Freer is still innocent until proven guilty in a court of law, but it does not look good for him at the moment. His spot on this list is for the disrepute his actions have already brought upon all financial advisors; if he is convicted next year, he can expect a higher place on this list. And if he is found innocent? Then Morganelli gets his spot.
Mr. Lawsky earns the number five spot for his lack of leadership at the helm of New York’s Department of Financial Services (DFS). His department levied hundreds of millions of dollars in fines to various lawbreakers, and then watched the money all dump into the state’s general treasury fund (read: Andrew Cuomo’s Presidential Campaign war chest). Cuomo and Lawsky go way back and Cuomo has made clear his strong desire to run for president in 2016, while Lawsky is nothing short of a willing pawn in Cuomo’s political passion. Many see Lawsky’s aggressiveness as an attempt to undermine New York Attorney General Eric Schneiderman, Cuomo’s successor.
All this while Lawsky allowed the structured settlement annuity holders from the Executive Life Insurance Company of New York debacle to endure unjust financial ruin while the state approved of the company’s draconian liquidation plan. And has Lawsky held anyone at the New York Liquidation Bureau accountable? Of course not.
Meanwhile, remember Superstorm Sandy? According to one source, Lawsky failed to remove the department’s records on insurers from the DFS’s flood-prone office in lower Manhattan, so when the tides rushed in, the records were destroyed. When you can’t be bothered to keep hundreds of innocent families from being destroyed financially, moving boxes of paper are probably low on the priority list, as well.
In 2008, producer Glenn Neasham sold an annuity to 83-year-old Fran Schuber of Lake County, California, who was later revealed to be suffering from early stages of dementia at the time of the transaction. California law allows for annuities to be sold to clients as old as 85 and Schuber’s annuity resulted in a $40,000 profit for his client. And as far as Neasham could tell, his client was lucid at the time of sale.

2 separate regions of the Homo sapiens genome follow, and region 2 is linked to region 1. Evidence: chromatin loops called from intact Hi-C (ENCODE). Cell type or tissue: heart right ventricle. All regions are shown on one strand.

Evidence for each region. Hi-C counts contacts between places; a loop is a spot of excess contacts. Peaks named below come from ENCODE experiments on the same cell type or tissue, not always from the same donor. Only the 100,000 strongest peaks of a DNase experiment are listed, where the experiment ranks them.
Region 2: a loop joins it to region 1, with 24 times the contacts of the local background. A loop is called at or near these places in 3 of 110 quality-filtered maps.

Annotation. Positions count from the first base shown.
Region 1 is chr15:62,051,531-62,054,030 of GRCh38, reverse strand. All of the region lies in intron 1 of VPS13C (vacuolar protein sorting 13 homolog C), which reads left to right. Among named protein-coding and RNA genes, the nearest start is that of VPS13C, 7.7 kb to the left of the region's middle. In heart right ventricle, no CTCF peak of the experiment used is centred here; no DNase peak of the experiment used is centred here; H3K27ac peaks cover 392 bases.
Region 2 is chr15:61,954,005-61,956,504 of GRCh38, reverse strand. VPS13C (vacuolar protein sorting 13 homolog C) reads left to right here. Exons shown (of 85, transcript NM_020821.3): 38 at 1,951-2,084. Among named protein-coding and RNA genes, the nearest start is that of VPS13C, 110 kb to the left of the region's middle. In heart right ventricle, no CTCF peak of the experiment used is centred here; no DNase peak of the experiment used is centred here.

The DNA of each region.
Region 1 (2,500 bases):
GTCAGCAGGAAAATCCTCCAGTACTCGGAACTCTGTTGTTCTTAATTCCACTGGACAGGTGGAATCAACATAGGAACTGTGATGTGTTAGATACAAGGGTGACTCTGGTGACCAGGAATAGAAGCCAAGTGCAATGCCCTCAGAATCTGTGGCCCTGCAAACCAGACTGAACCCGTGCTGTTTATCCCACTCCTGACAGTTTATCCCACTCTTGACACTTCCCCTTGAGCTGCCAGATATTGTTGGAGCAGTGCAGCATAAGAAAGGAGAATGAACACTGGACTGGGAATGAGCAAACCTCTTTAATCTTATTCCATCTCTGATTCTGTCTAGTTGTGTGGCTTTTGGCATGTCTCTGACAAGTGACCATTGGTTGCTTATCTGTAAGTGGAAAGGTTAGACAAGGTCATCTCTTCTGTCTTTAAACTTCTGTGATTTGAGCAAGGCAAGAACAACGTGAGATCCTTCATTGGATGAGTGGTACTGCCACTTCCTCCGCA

None of this prevented Lake County District Attorney Rachel Abelson from throwing the book at Neasham, however. He was arrested in 2010 and charged with a felony count of theft from an elderly individual. In 2011, he was sentenced to 90 days in jail with three years probation. His insurance license was revoked, his income fell to just $20,000 annually and his family lost their house and were forced to live off food stamps.
Neasham appealed the verdict and went free on bail pending that appeal, and ultimately, in October of this year, his charges were reversed. But it destroyed his practice, cost him a fortune in legal fees, and put him squarely in the “guilty until proven innocent” box. Abelson undoubtedly saw her actions as trying to protect Lake County’s large elderly population. But destroying a man innocent of any crimes on incomplete evidence isn’t the way to do it.
Ben Bernanke’s term as Federal Reserve chairman comes to an end January 2014. From the life insurance industry’s perspective, his departure is long overdue.
As Fed chief, Bernanke presided over a long run of abysmally low interest rates and companies have found it increasingly difficult to make money on hedging strategies sufficient enough to make good on living benefit guarantees, most notably with variable annuities.
Result: Profit margins have suffered, forcing companies to revamp their products by offering less generous guarantees and/or charging more for them. In some cases, insurers have felt compelled to jettison once profitable business lines.
Witness the sale in October 2012 of The Hartford’s individual life unit to Prudential Financial; SunLife’s decision in December 2011 to halt sales of its domestic U.S. variable annuity and individual life products; and Genworth Financial’s announcement last January that two of the carrier’s units — Genworth Life Insurance Company and Genworth Life Insurance Company of New York — would stop accepting new applications for Genworth’s multi-life and LTC Business Solutions programs.